Another worry I had was that the religious school taught kids to believe things that the adults in charge didn’t even consider true. For example, in one lesson a teacher spoke about Abraham. "You mean Abraham Lincoln?” said a child. The teacher allowed that Abraham from the Bible inhabited the same dimension of reality as Abraham the president; he was just a different Abraham. Which one? The teacher answered: the one who almost killed his son. This was not presented to children as an instructive story about faith, but as a historical sequence of events. Do the adults believe the story of Abraham and Isaac is true? In my experience of the clergy at this liberal temple, I get the impression the answer is no. They know the difference between history and myth.
When I asked the religious school director about these issues, he couldn’t have been more supportive and understanding, but his explanation didn’t make much sense to me. He explained that young children had to be taught simple ideas—they weren’t ready for complexities. I suspect the real reason for keeping it simple at a young age and discouraging questions is that young children are thought to be especially trusting and receptive. If we impart a body of doctrine to them when they are at that trusting stage of life, it’s more likely to sink in and take root.
Perhaps both are true: kids are trusting, and they are capable of doubting and questioning. But it’s disturbing to think their trust is being exploited for purposes of inculcating beliefs the adults don’t even have. But then, who was I to complain? I had enrolled my kids in this school knowing they would be taught at least some things I don’t believe—like the basic idea that there is a god who created the world and cares about us. I had to be complicit in this exploitation of their trust.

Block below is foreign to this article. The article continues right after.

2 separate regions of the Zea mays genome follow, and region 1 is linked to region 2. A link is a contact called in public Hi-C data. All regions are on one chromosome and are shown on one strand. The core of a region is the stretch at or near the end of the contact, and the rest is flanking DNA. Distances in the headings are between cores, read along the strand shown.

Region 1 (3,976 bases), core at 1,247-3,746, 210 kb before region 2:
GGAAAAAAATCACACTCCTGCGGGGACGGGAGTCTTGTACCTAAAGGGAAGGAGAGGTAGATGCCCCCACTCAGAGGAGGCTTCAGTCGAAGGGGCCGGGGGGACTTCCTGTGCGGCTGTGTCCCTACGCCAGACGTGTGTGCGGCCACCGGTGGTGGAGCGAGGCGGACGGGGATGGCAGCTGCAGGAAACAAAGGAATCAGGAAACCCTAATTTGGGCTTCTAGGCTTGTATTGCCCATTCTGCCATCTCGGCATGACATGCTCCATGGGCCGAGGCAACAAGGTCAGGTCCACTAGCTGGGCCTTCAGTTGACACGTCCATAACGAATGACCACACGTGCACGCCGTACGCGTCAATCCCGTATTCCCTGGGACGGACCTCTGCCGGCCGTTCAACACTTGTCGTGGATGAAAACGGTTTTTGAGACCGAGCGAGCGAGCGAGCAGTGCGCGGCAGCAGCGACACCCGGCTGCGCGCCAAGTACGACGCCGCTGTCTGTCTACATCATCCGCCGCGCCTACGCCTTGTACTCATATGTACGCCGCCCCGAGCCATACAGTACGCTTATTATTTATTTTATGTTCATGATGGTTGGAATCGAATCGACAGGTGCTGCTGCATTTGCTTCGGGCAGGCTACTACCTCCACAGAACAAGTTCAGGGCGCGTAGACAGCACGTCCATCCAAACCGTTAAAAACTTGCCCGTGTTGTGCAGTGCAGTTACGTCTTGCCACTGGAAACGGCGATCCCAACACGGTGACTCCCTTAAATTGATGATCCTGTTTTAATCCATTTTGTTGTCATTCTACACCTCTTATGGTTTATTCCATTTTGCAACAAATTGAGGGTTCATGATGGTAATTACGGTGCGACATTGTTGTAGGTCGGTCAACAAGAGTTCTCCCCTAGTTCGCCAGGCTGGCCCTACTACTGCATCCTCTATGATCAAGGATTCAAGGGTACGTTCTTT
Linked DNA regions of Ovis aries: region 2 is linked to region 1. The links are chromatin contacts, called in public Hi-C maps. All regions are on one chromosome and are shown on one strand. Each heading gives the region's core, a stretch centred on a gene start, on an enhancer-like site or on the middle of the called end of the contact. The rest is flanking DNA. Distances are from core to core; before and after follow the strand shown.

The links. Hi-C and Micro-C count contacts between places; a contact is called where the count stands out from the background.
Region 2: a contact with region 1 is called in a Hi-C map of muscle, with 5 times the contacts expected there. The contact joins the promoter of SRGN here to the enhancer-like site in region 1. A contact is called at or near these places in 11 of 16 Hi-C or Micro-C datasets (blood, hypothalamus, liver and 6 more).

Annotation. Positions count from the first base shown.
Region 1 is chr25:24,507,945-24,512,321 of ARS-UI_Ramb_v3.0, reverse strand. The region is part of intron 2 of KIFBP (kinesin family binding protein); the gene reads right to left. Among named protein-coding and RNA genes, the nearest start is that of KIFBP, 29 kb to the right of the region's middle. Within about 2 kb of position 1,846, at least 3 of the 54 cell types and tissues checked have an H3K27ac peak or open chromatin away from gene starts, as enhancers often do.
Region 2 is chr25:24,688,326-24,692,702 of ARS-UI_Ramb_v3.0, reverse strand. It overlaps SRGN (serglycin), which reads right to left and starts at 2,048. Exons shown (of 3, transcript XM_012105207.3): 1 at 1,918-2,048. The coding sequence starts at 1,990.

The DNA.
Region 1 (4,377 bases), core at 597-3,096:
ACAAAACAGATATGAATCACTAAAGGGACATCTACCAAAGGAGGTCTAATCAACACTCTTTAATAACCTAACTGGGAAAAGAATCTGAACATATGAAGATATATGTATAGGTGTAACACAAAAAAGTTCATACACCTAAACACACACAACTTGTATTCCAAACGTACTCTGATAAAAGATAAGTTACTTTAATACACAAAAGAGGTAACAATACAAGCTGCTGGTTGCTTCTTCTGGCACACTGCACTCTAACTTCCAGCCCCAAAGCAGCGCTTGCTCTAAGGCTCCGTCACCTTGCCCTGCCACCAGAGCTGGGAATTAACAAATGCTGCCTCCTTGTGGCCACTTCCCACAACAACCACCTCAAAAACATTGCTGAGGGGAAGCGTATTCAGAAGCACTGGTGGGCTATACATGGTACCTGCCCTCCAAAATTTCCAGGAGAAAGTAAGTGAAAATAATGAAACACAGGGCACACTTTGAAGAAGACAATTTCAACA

Now, lies are not all bad, as I argued in chapter 14, so religious- education lies could, in principle, be defensible lies. The category of the lie is the lie that shores up identity, for that really is the goal, for many teachers and parents involved in religious education. (Another example of an identity-supporting lie is "My country is the greatest country in the world.”) Is the identity-supporting lie another class of sometimes-defensible lies, like entertaining lies, protective lies, and expedient lies? I can’t say for sure, but I was starting to feel quite uncomfortable with my children’s religious education.
After visiting several classes and also visiting some other religious schools, I decided I had to give up on religious education. Not only did I have the worries about indoctrination and lying, but the effort to forge a Jewish identity in my children by imparting beliefs wasn’t working. My kids thought these beliefs were ridiculous. They didn’t believe the story about Moses receiving laws from God on a mountain top. They didn’t think there was an Abraham who was told by God to sacrifice his son. One day my daughter said, "If this is what being Jewish is, then I’m not Jewish.” These beliefs felt very foreign to her, not familiar and appealing, like Hanukah latkes. At that point we switched to a different mode of being Jewish, one that involves activities, rituals, music, and social justice causes, but no formal religious education.